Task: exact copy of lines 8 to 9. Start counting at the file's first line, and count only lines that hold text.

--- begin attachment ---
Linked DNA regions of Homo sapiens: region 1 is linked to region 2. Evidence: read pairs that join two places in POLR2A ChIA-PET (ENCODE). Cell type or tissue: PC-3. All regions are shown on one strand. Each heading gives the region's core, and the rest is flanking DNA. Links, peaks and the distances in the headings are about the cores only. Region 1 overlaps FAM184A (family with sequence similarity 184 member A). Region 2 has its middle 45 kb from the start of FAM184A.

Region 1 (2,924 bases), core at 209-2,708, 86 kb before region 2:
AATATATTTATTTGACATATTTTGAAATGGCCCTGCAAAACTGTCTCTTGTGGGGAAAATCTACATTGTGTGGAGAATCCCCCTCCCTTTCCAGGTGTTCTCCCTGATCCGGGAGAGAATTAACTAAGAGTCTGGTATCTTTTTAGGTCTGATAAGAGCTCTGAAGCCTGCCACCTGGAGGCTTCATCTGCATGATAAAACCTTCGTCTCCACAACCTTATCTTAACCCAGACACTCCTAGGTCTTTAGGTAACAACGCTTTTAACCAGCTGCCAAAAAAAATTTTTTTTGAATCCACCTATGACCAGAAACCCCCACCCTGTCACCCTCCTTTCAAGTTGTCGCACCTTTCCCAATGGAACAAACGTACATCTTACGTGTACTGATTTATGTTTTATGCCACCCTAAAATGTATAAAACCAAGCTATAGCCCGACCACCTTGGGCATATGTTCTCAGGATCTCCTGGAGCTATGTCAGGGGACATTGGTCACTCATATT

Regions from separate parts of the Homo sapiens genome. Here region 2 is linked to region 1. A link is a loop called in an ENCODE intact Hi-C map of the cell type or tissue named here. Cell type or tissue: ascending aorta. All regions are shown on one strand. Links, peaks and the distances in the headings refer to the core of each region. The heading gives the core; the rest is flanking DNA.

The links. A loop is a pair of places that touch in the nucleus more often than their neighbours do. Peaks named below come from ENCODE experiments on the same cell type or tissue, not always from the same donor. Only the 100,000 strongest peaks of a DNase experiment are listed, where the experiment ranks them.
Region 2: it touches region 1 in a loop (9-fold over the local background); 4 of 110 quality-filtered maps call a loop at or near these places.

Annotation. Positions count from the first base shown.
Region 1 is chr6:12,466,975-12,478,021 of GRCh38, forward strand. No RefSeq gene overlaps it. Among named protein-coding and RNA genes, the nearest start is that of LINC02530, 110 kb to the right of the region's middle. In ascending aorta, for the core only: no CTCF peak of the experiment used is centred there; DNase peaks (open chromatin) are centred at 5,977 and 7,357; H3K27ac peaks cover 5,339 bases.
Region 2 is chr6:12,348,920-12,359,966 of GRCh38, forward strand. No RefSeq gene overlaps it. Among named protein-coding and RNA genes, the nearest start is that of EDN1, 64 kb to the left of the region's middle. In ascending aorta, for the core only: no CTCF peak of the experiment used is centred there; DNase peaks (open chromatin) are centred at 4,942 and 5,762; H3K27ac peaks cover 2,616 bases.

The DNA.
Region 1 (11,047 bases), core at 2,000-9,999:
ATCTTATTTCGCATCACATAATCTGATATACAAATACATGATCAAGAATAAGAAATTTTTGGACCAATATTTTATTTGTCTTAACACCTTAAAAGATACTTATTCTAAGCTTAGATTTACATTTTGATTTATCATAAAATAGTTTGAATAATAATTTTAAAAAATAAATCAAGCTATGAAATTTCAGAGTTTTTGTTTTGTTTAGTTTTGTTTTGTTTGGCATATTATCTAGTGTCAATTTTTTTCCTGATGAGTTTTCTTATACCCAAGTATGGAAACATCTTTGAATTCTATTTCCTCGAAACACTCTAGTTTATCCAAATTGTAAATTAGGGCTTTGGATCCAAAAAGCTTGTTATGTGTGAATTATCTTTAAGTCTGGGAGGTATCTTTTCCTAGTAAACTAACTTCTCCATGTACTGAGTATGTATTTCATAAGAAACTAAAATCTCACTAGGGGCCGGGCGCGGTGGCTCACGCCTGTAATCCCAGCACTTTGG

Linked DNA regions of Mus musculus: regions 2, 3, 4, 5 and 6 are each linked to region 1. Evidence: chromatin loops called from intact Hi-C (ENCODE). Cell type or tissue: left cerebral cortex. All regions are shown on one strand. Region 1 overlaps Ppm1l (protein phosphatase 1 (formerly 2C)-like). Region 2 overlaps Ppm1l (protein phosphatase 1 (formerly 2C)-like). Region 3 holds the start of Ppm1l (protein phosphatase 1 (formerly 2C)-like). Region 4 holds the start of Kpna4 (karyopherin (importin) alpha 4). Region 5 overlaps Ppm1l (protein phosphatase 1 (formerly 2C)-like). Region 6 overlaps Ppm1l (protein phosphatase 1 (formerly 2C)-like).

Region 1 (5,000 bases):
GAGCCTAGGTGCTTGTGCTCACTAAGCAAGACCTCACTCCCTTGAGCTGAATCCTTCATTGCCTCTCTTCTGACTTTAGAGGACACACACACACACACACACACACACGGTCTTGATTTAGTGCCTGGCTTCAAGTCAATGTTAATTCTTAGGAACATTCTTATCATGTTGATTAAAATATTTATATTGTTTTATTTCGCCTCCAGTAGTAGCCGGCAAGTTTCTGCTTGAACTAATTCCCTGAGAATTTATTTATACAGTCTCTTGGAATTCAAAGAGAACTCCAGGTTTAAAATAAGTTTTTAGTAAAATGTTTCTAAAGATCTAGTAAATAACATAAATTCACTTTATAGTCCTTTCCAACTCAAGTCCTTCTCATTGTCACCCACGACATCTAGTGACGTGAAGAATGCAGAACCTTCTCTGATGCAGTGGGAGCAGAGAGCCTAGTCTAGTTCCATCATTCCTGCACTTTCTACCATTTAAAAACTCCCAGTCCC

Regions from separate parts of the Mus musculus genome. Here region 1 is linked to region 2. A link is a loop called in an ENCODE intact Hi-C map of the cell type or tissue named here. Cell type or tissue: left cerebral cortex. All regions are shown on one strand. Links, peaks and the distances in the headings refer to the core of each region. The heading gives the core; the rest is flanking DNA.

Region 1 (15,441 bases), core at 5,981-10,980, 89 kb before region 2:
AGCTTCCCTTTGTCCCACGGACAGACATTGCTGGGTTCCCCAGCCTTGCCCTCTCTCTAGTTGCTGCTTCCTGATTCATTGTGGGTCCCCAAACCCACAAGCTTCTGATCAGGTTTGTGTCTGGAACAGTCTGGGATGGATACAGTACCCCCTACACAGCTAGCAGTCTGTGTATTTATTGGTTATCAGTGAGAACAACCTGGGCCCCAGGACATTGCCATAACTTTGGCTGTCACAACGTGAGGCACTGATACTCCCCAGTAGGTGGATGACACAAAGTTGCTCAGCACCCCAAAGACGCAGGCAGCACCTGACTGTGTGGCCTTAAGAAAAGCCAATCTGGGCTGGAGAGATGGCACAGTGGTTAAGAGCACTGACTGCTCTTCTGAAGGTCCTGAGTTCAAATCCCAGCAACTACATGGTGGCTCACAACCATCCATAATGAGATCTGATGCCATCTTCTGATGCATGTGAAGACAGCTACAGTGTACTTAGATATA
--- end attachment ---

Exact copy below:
Region 1 is chr6:12,466,975-12,478,021 of GRCh38, forward strand. No RefSeq gene overlaps it. Among named protein-coding and RNA genes, the nearest start is that of LINC02530, 110 kb to the right of the region's middle. In ascending aorta, for the core only: no CTCF peak of the experiment used is centred there; DNase peaks (open chromatin) are centred at 5,977 and 7,357; H3K27ac peaks cover 5,339 bases.
Region 2 is chr6:12,348,920-12,359,966 of GRCh38, forward strand. No RefSeq gene overlaps it. Among named protein-coding and RNA genes, the nearest start is that of EDN1, 64 kb to the left of the region's middle. In ascending aorta, for the core only: no CTCF peak of the experiment used is centred there; DNase peaks (open chromatin) are centred at 4,942 and 5,762; H3K27ac peaks cover 2,616 bases.